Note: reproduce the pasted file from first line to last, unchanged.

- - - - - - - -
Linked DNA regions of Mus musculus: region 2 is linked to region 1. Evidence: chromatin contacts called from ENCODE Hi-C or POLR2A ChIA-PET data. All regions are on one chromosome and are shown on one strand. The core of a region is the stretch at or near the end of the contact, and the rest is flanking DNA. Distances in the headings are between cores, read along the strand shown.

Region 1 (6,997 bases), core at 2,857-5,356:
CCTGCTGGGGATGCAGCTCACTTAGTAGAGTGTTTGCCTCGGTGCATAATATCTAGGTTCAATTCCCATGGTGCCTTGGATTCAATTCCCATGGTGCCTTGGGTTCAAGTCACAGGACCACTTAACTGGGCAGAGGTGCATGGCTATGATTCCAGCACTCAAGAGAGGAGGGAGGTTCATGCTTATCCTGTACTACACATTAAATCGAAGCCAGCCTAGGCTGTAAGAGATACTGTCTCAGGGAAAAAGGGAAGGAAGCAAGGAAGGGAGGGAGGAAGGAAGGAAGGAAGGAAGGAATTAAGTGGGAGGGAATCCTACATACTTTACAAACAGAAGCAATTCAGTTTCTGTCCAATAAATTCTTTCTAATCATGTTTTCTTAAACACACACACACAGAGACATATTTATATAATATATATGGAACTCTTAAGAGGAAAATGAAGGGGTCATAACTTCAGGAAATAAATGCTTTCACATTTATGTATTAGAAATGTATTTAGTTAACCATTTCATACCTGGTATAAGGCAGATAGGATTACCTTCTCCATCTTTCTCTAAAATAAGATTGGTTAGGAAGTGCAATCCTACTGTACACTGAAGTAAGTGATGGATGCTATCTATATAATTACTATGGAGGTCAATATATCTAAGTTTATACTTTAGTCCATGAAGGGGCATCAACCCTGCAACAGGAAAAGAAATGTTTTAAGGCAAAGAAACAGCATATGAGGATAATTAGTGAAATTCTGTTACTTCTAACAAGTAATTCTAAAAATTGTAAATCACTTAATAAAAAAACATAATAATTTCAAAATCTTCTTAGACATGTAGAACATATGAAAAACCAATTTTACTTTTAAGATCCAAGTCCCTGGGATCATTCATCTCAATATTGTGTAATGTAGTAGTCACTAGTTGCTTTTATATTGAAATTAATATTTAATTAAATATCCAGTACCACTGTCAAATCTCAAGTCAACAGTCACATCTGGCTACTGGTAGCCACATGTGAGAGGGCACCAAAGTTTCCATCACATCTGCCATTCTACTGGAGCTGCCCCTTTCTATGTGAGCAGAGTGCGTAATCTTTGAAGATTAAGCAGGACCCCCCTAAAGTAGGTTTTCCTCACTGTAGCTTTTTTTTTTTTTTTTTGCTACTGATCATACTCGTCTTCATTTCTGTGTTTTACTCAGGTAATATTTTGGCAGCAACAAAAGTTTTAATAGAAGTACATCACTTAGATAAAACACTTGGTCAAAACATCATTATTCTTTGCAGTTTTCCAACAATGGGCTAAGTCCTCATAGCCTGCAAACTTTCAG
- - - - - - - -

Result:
Linked DNA regions of Mus musculus: region 2 is linked to region 1. Evidence: chromatin contacts called from ENCODE Hi-C or POLR2A ChIA-PET data. All regions are on one chromosome and are shown on one strand. The core of a region is the stretch at or near the end of the contact, and the rest is flanking DNA. Distances in the headings are between cores, read along the strand shown.

Region 1 (6,997 bases), core at 2,857-5,356:
CCTGCTGGGGATGCAGCTCACTTAGTAGAGTGTTTGCCTCGGTGCATAATATCTAGGTTCAATTCCCATGGTGCCTTGGATTCAATTCCCATGGTGCCTTGGGTTCAAGTCACAGGACCACTTAACTGGGCAGAGGTGCATGGCTATGATTCCAGCACTCAAGAGAGGAGGGAGGTTCATGCTTATCCTGTACTACACATTAAATCGAAGCCAGCCTAGGCTGTAAGAGATACTGTCTCAGGGAAAAAGGGAAGGAAGCAAGGAAGGGAGGGAGGAAGGAAGGAAGGAAGGAAGGAATTAAGTGGGAGGGAATCCTACATACTTTACAAACAGAAGCAATTCAGTTTCTGTCCAATAAATTCTTTCTAATCATGTTTTCTTAAACACACACACACAGAGACATATTTATATAATATATATGGAACTCTTAAGAGGAAAATGAAGGGGTCATAACTTCAGGAAATAAATGCTTTCACATTTATGTATTAGAAATGTATTTAGTTAACCATTTCATACCTGGTATAAGGCAGATAGGATTACCTTCTCCATCTTTCTCTAAAATAAGATTGGTTAGGAAGTGCAATCCTACTGTACACTGAAGTAAGTGATGGATGCTATCTATATAATTACTATGGAGGTCAATATATCTAAGTTTATACTTTAGTCCATGAAGGGGCATCAACCCTGCAACAGGAAAAGAAATGTTTTAAGGCAAAGAAACAGCATATGAGGATAATTAGTGAAATTCTGTTACTTCTAACAAGTAATTCTAAAAATTGTAAATCACTTAATAAAAAAACATAATAATTTCAAAATCTTCTTAGACATGTAGAACATATGAAAAACCAATTTTACTTTTAAGATCCAAGTCCCTGGGATCATTCATCTCAATATTGTGTAATGTAGTAGTCACTAGTTGCTTTTATATTGAAATTAATATTTAATTAAATATCCAGTACCACTGTCAAATCTCAAGTCAACAGTCACATCTGGCTACTGGTAGCCACATGTGAGAGGGCACCAAAGTTTCCATCACATCTGCCATTCTACTGGAGCTGCCCCTTTCTATGTGAGCAGAGTGCGTAATCTTTGAAGATTAAGCAGGACCCCCCTAAAGTAGGTTTTCCTCACTGTAGCTTTTTTTTTTTTTTTTTGCTACTGATCATACTCGTCTTCATTTCTGTGTTTTACTCAGGTAATATTTTGGCAGCAACAAAAGTTTTAATAGAAGTACATCACTTAGATAAAACACTTGGTCAAAACATCATTATTCTTTGCAGTTTTCCAACAATGGGCTAAGTCCTCATAGCCTGCAAACTTTCAG